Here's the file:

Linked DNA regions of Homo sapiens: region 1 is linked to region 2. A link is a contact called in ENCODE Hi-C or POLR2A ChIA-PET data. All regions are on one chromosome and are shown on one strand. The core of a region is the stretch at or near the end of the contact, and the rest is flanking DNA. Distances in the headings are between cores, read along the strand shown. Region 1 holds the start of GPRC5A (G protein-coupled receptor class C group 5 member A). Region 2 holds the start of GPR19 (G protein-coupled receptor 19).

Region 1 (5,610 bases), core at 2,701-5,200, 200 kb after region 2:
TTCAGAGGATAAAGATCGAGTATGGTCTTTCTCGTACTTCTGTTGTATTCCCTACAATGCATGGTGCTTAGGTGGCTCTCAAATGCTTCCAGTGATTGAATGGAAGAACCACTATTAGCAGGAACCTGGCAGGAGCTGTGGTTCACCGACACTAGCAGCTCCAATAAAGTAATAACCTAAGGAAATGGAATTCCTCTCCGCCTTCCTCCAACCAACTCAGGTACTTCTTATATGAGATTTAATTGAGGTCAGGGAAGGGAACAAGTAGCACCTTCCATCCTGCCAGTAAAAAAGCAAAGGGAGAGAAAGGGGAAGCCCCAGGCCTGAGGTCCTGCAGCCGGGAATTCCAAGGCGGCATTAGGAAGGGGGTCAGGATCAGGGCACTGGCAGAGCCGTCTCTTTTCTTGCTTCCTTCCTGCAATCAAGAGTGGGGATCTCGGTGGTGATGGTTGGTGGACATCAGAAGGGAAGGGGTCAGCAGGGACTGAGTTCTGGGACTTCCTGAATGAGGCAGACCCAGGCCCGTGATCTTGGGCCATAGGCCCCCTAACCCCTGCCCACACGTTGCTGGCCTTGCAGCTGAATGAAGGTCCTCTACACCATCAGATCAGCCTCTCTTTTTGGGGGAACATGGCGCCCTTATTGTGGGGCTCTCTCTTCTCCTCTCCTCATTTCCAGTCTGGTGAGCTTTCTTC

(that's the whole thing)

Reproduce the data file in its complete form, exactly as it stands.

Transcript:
Linked DNA regions of Homo sapiens: region 1 is linked to region 2. A link is a contact called in ENCODE Hi-C or POLR2A ChIA-PET data. All regions are on one chromosome and are shown on one strand. The core of a region is the stretch at or near the end of the contact, and the rest is flanking DNA. Distances in the headings are between cores, read along the strand shown. Region 1 holds the start of GPRC5A (G protein-coupled receptor class C group 5 member A). Region 2 holds the start of GPR19 (G protein-coupled receptor 19).

Region 1 (5,610 bases), core at 2,701-5,200, 200 kb after region 2:
TTCAGAGGATAAAGATCGAGTATGGTCTTTCTCGTACTTCTGTTGTATTCCCTACAATGCATGGTGCTTAGGTGGCTCTCAAATGCTTCCAGTGATTGAATGGAAGAACCACTATTAGCAGGAACCTGGCAGGAGCTGTGGTTCACCGACACTAGCAGCTCCAATAAAGTAATAACCTAAGGAAATGGAATTCCTCTCCGCCTTCCTCCAACCAACTCAGGTACTTCTTATATGAGATTTAATTGAGGTCAGGGAAGGGAACAAGTAGCACCTTCCATCCTGCCAGTAAAAAAGCAAAGGGAGAGAAAGGGGAAGCCCCAGGCCTGAGGTCCTGCAGCCGGGAATTCCAAGGCGGCATTAGGAAGGGGGTCAGGATCAGGGCACTGGCAGAGCCGTCTCTTTTCTTGCTTCCTTCCTGCAATCAAGAGTGGGGATCTCGGTGGTGATGGTTGGTGGACATCAGAAGGGAAGGGGTCAGCAGGGACTGAGTTCTGGGACTTCCTGAATGAGGCAGACCCAGGCCCGTGATCTTGGGCCATAGGCCCCCTAACCCCTGCCCACACGTTGCTGGCCTTGCAGCTGAATGAAGGTCCTCTACACCATCAGATCAGCCTCTCTTTTTGGGGGAACATGGCGCCCTTATTGTGGGGCTCTCTCTTCTCCTCTCCTCATTTCCAGTCTGGTGAGCTTTCTTC